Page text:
Pilgrims killed by Iraq car bombs


An Iraqi policeman stands in front a destroyed a car after a bombing in Baghdad over the weekend (AP)

A second car bomb targeting Shiite pilgrims in the Iraqi holy city of Karbala has killed at least 10 people and wounded 21.

Iraqi officials said an earlier blast in the city, 55 miles south of Baghdad, killed six pilgrims and wounded 34.

The blasts come as hundreds of thousands of pilgrims are gathering in Karbala for ceremonies marking the end of Arbaeen, a 40-day mourning period to observe the seventh century death of the Imam Hussein, the Prophet Muhammad’s grandson.

The attack followed a triple suicide bombing last week along two highways leading to Karbala that killed 56 and wounded at least 180 – most of them Shiite pilgrims.

No group so far has claimed responsibility for last Thursday’s bombing, but suicide attacks are the trademark of the Islamic State of Iraq, an al Qaida front group believed made up mostly of Sunni religious extremists.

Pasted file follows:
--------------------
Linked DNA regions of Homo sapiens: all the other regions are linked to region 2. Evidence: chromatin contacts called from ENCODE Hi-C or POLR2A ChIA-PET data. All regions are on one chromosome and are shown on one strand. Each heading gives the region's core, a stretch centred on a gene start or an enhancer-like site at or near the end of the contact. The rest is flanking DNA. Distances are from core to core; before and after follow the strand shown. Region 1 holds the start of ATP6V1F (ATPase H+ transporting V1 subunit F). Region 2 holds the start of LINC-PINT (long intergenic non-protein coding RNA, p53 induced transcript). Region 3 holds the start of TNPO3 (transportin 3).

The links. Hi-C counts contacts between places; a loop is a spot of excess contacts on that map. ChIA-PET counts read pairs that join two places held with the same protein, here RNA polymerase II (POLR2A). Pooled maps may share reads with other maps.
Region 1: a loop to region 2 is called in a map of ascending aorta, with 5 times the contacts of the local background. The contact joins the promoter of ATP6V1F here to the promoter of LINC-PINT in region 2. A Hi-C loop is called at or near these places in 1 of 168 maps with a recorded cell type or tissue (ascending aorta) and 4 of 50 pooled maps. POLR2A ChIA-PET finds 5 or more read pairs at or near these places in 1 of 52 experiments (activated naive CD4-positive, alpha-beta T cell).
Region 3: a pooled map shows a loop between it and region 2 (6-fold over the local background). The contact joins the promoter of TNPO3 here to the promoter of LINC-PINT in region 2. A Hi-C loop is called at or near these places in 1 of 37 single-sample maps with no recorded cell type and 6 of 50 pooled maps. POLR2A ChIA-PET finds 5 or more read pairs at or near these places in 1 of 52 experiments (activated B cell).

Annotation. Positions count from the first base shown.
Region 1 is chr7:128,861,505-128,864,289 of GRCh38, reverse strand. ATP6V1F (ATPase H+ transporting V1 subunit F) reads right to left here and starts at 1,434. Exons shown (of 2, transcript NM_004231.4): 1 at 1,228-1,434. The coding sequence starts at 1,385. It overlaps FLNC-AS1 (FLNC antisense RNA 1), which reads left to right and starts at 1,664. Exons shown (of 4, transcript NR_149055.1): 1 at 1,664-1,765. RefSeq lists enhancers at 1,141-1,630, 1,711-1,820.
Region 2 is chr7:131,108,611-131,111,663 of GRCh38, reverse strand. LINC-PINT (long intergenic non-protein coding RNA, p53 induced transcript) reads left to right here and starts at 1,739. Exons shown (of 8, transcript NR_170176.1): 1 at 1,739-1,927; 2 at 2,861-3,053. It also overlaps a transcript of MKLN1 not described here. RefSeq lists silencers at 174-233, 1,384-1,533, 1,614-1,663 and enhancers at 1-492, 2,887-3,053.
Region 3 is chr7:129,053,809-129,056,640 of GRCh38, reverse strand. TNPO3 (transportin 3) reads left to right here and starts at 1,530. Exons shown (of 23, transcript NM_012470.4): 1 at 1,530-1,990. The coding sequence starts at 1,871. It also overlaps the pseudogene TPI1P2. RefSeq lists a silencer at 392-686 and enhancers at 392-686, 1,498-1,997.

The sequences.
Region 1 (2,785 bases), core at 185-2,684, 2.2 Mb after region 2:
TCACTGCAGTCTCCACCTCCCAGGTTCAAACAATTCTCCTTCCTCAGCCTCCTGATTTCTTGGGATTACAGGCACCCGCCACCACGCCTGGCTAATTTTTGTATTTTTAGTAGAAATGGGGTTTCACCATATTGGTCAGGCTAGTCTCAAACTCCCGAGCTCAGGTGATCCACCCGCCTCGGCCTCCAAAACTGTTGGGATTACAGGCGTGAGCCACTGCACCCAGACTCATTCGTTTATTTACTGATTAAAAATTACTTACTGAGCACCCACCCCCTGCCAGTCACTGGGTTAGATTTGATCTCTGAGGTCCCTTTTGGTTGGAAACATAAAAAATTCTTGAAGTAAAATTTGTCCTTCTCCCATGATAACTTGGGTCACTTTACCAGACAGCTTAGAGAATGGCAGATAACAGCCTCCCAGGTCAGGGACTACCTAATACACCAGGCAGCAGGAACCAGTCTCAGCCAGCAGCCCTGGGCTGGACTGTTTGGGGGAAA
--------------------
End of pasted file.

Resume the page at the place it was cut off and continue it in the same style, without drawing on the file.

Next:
Such groups have frequently targeted Shiite civilians, in part because of religious differences and because Shiite parties gained power after the 2003 US-led invasion toppled Saddam Hussein’s Sunni-dominated regime.

Since the end of Saddam’s rule, Shiite politicians have encouraged huge turnouts at religious rituals, which were banned under the former regime, as a demonstration of Shiite power.

Meanwhile, police said two bombs in Baghdad killed an Iraqi army intelligence officer and his driver and wounded eight bystanders in separate strikes that hit a Shia and a Sunni neighbourhood.

Elsewhere, a roadside bomb exploded near Tikrit as Salahuddin provincial governor Ahmed Abdullah al-Jubouri’s motorcade was driving by, wounding five of his bodyguards, said police spokesman Hatam Akram. The governor was not injured in the blast near Saddam Hussein’s home town, 80 miles north of Baghdad.

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